The live concert video from Dortmund which chronicled the subsequent Lovesexy tour was equally gripping. Witnessing the playful genius of the piano medley, the blistering guitar baptism as he converted "I Wish U Heaven" into gospel splendor, and the thematic inflection point of "Anna Stesia" was completely mesmerizing. If I ever had to present a skeptical person with evidence of Prince's greatness, it's this live concert I would choose. Though my faith may not be as unswerving as it once was, whenever I need to be reminded of that overwhelming joy and blazing fire, Lovesexy is the one.

Top 3 songs:

"Anna Stesia"
"Positivity"
"I Wish U Heaven"
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Moonbeam
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15 juin 2020, 04:48

#1: Prince - 1999 (1982)

Ordering this top 25 has been very difficult. I've actually changed the order of the remaining albums a few times, making this exercise feel a bit like Album Survivor. That said, there was never any doubt that 1999 would be my #1. The way it has imprinted itself on my soul blows everything else away.

When I first heard Prince in 1989, I encountered some of his earlier singles through music videos during days-long MTV video marathons where they would play several videos from tons of artists. In this way I discovered the magic of songs like "When Doves Cry", "Let's Go Crazy", "Raspberry Beret", "Kiss", "U Got the Look", and "Alphabet St.". But it was "1999" that hooked me. The opening fanfare of the synths immediately grabbed my attention, soon joined by that first Earth-shattering rumble of the Linn 1 drum machine, and then exploded into a funk bonanza with the delectable bass and guitar licks. The way it wedded the neon of synths with the irresistible gravitational pull of funk left me completely mesmerised, connecting to the deepest part of me. It sounded so massive, an unconquerable force of nature that unleashed unfathomable joy and perpetual motion all at once, tapping into some unlocked quintessence of me later joined by The Gap Band's "You Dropped a Bomb on Me" and Stevie Wonder's "My Eyes Don't Cry".

I started to buy music that year after my parents bought me a cassette player. I quickly bought a BackTrax cassette single featuring "1999" and "Little Red Corvette", another herculean song which used its synths so differently, ebbing and flowing with cinematic warmth before kicking into pop/rock immortality. I played it over and over until I eventually bought a cassette of the whole album, and thus began my decades-long obsession with this album. Actually, the word "album" doesn't cut it, as 1999 feels like an entire world unto itself. Indeed, the songs felt like they were conceived or hatched or unearthed in an isolated lab, cracking open new dimensions that melded sounds and images and all sorts of emotions into a sort of primal omnipresence.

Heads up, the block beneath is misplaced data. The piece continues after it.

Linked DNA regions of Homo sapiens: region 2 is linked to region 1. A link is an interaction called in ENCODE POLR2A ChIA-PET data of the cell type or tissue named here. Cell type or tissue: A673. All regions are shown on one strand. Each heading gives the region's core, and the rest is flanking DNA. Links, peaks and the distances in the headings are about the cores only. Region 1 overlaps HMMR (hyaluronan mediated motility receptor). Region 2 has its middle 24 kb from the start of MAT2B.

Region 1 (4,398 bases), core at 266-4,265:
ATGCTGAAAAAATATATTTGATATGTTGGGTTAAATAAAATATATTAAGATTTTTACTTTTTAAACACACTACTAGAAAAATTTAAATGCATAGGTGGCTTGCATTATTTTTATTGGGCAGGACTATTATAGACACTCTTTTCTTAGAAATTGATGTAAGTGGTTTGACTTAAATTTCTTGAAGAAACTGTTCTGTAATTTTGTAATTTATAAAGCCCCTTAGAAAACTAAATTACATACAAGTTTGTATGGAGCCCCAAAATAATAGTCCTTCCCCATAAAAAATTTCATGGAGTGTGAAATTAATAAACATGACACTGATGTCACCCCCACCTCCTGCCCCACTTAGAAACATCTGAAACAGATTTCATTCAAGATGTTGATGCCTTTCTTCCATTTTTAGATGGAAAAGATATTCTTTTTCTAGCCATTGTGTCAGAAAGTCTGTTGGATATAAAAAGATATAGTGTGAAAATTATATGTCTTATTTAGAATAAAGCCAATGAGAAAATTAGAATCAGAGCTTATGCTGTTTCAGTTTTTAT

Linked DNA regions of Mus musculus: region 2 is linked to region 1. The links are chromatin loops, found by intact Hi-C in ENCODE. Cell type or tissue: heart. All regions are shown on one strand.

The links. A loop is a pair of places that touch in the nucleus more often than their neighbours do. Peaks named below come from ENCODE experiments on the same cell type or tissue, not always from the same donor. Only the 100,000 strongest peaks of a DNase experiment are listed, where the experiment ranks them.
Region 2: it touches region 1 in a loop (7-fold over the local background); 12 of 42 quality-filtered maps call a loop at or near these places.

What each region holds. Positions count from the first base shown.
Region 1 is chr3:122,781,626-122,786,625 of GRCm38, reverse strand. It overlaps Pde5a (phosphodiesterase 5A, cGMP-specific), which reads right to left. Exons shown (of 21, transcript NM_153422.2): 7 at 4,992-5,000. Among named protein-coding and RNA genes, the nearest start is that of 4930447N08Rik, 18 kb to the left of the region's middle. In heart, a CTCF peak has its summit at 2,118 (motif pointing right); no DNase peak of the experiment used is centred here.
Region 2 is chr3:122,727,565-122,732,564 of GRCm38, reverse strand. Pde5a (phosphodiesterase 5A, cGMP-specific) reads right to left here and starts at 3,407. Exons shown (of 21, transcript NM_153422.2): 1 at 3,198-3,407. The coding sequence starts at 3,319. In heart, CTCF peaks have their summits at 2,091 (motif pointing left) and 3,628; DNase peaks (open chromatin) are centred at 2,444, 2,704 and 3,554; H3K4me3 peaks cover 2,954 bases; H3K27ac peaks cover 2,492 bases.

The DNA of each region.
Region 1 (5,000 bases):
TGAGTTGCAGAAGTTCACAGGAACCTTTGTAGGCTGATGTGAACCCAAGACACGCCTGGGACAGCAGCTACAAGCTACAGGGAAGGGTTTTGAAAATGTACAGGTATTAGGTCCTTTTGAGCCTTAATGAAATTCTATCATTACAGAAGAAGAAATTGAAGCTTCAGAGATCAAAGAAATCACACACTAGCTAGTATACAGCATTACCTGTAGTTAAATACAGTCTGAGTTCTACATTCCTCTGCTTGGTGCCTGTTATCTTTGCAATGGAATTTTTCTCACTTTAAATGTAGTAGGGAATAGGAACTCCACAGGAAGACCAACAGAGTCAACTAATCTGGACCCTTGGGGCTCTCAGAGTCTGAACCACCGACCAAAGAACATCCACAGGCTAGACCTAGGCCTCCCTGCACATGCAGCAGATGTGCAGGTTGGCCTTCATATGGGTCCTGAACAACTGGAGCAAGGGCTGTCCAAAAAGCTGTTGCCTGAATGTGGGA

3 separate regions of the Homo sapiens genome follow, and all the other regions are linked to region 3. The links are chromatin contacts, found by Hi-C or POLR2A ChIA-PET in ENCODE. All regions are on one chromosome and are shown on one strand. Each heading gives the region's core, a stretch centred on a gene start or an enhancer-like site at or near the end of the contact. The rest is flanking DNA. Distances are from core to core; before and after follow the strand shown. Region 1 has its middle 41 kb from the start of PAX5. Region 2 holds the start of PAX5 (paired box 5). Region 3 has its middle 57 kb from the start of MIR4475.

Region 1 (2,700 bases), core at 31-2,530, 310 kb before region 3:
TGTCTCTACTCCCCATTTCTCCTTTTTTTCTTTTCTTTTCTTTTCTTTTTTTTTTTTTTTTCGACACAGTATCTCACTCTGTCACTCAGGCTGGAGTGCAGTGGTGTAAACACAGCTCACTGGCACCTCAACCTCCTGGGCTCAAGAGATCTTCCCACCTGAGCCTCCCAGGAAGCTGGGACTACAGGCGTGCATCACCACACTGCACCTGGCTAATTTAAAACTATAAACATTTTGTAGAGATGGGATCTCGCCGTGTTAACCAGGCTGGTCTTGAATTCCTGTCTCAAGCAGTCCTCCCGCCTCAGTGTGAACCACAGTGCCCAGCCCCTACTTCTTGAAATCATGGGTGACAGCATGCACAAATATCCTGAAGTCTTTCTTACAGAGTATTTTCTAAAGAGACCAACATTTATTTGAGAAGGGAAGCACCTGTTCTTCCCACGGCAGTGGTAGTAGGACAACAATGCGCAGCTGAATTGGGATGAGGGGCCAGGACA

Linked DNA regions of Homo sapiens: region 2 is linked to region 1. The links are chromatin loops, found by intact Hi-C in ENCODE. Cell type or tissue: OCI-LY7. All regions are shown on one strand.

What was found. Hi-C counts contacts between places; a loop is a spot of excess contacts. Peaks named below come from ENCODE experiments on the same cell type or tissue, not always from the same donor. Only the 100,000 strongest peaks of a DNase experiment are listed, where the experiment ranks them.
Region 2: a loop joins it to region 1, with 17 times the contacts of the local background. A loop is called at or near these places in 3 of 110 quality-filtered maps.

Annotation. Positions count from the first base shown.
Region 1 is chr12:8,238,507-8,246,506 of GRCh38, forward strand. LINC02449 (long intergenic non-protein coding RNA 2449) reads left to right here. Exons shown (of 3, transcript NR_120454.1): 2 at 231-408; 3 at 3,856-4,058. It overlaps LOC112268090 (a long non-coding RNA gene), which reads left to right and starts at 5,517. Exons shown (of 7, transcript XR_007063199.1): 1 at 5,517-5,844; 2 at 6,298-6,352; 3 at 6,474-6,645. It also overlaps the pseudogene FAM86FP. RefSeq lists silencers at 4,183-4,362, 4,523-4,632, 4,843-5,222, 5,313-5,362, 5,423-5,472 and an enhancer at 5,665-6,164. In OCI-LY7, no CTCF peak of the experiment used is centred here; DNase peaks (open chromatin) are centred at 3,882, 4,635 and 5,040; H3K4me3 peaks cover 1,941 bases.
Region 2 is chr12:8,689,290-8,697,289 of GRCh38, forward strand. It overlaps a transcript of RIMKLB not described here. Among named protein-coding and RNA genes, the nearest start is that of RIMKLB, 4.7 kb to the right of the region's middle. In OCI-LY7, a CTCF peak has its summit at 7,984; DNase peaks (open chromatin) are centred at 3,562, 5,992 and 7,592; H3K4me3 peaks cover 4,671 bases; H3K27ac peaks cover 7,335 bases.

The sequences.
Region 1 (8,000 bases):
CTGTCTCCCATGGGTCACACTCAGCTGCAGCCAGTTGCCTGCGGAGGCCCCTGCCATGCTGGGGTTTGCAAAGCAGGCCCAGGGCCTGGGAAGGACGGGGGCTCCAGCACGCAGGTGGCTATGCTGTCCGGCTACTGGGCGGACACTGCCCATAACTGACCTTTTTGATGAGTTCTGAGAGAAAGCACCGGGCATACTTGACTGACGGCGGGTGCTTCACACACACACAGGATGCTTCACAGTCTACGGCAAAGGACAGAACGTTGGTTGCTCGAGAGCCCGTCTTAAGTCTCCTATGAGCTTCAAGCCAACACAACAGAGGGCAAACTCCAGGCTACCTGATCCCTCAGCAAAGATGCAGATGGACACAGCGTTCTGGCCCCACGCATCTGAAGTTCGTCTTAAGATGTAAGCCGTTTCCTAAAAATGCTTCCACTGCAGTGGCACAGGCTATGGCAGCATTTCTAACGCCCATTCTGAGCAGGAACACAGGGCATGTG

Every single song ingrained itself into my every fiber. I discovered with delight that "1999" offered even more thrills than the sub 4-minute single version I knew and loved, opening with a robotic god-like voice announcing its desire for the listener to have fun before the rumbles of the Linn 1 deliver just that, activating the galactic motion of the thing for over 6 minutes of extended revelry. "Little Red Corvette" was improved with its extended pyrotechnics as well, while "Delirious" was an immediate hit for me with its squeaking synths amplifying a delightful zaniness. "Let's Pretend We're Married" paired Hi-NRG relentlessness with wanton desire in pulsating bursts of megavoltage. "D.M.S.R." was a call to arms for revellers of all sorts, with sassy, brassy synths prancing atop lethal slap bass licks guaranteed to shake and quake a crowd. The synths in "Automatic" were so singularly captivating, transmitting an alien glow equal parts eerie and irresistible. Both "Something in the Water (Does Not Compute)", with its fractured nightmarish magma of scalding synths, frenzied Linn drum patterns, and primordial shrieks as well as "Free" with its anthemic fireworks ignited my emotions. "Lady Cab Driver" blended blistering rock volcanism with thumping funk rhythms, and "All the Critics Love U in New York" convulsed with such a galvanizing freakiness that my face contorted inexorably to the rhythm of its hyperfunkplasma. And the swansong ballad "International Lover" ended the voyage with decadent verve.